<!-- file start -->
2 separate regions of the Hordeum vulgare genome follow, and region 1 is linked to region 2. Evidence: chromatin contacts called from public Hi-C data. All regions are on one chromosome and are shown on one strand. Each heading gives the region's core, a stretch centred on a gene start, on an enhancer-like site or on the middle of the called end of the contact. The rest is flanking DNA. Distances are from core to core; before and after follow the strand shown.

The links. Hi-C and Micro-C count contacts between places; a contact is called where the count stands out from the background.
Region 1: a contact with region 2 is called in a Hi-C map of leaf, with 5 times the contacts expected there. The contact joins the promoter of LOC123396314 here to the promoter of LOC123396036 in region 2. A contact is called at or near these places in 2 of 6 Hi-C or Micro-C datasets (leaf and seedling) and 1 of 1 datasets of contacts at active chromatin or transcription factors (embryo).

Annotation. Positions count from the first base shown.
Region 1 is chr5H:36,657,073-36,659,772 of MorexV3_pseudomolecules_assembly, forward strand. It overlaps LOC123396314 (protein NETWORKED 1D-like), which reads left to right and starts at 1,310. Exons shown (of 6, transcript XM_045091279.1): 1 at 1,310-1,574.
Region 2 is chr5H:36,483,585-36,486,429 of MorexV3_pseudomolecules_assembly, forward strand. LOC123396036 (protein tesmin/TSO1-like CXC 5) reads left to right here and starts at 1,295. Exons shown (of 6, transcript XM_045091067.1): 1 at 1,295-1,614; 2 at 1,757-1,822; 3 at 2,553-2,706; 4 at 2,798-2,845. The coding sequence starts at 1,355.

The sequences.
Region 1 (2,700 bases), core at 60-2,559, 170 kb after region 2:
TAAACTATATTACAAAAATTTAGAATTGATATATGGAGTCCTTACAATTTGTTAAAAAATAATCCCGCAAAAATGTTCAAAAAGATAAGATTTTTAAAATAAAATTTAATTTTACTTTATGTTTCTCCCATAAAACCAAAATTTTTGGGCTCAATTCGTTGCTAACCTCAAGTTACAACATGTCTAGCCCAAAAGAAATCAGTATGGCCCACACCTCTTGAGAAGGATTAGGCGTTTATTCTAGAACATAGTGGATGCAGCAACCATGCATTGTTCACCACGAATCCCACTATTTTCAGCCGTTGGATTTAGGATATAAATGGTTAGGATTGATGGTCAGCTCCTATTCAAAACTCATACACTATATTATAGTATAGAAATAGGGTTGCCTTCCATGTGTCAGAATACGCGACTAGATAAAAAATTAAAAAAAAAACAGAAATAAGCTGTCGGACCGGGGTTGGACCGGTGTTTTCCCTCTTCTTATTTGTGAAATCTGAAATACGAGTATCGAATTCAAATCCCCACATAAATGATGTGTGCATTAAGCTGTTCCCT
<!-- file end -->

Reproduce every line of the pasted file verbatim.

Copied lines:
2 separate regions of the Hordeum vulgare genome follow, and region 1 is linked to region 2. Evidence: chromatin contacts called from public Hi-C data. All regions are on one chromosome and are shown on one strand. Each heading gives the region's core, a stretch centred on a gene start, on an enhancer-like site or on the middle of the called end of the contact. The rest is flanking DNA. Distances are from core to core; before and after follow the strand shown.

The links. Hi-C and Micro-C count contacts between places; a contact is called where the count stands out from the background.
Region 1: a contact with region 2 is called in a Hi-C map of leaf, with 5 times the contacts expected there. The contact joins the promoter of LOC123396314 here to the promoter of LOC123396036 in region 2. A contact is called at or near these places in 2 of 6 Hi-C or Micro-C datasets (leaf and seedling) and 1 of 1 datasets of contacts at active chromatin or transcription factors (embryo).

Annotation. Positions count from the first base shown.
Region 1 is chr5H:36,657,073-36,659,772 of MorexV3_pseudomolecules_assembly, forward strand. It overlaps LOC123396314 (protein NETWORKED 1D-like), which reads left to right and starts at 1,310. Exons shown (of 6, transcript XM_045091279.1): 1 at 1,310-1,574.
Region 2 is chr5H:36,483,585-36,486,429 of MorexV3_pseudomolecules_assembly, forward strand. LOC123396036 (protein tesmin/TSO1-like CXC 5) reads left to right here and starts at 1,295. Exons shown (of 6, transcript XM_045091067.1): 1 at 1,295-1,614; 2 at 1,757-1,822; 3 at 2,553-2,706; 4 at 2,798-2,845. The coding sequence starts at 1,355.

The sequences.
Region 1 (2,700 bases), core at 60-2,559, 170 kb after region 2:
TAAACTATATTACAAAAATTTAGAATTGATATATGGAGTCCTTACAATTTGTTAAAAAATAATCCCGCAAAAATGTTCAAAAAGATAAGATTTTTAAAATAAAATTTAATTTTACTTTATGTTTCTCCCATAAAACCAAAATTTTTGGGCTCAATTCGTTGCTAACCTCAAGTTACAACATGTCTAGCCCAAAAGAAATCAGTATGGCCCACACCTCTTGAGAAGGATTAGGCGTTTATTCTAGAACATAGTGGATGCAGCAACCATGCATTGTTCACCACGAATCCCACTATTTTCAGCCGTTGGATTTAGGATATAAATGGTTAGGATTGATGGTCAGCTCCTATTCAAAACTCATACACTATATTATAGTATAGAAATAGGGTTGCCTTCCATGTGTCAGAATACGCGACTAGATAAAAAATTAAAAAAAAAACAGAAATAAGCTGTCGGACCGGGGTTGGACCGGTGTTTTCCCTCTTCTTATTTGTGAAATCTGAAATACGAGTATCGAATTCAAATCCCCACATAAATGATGTGTGCATTAAGCTGTTCCCT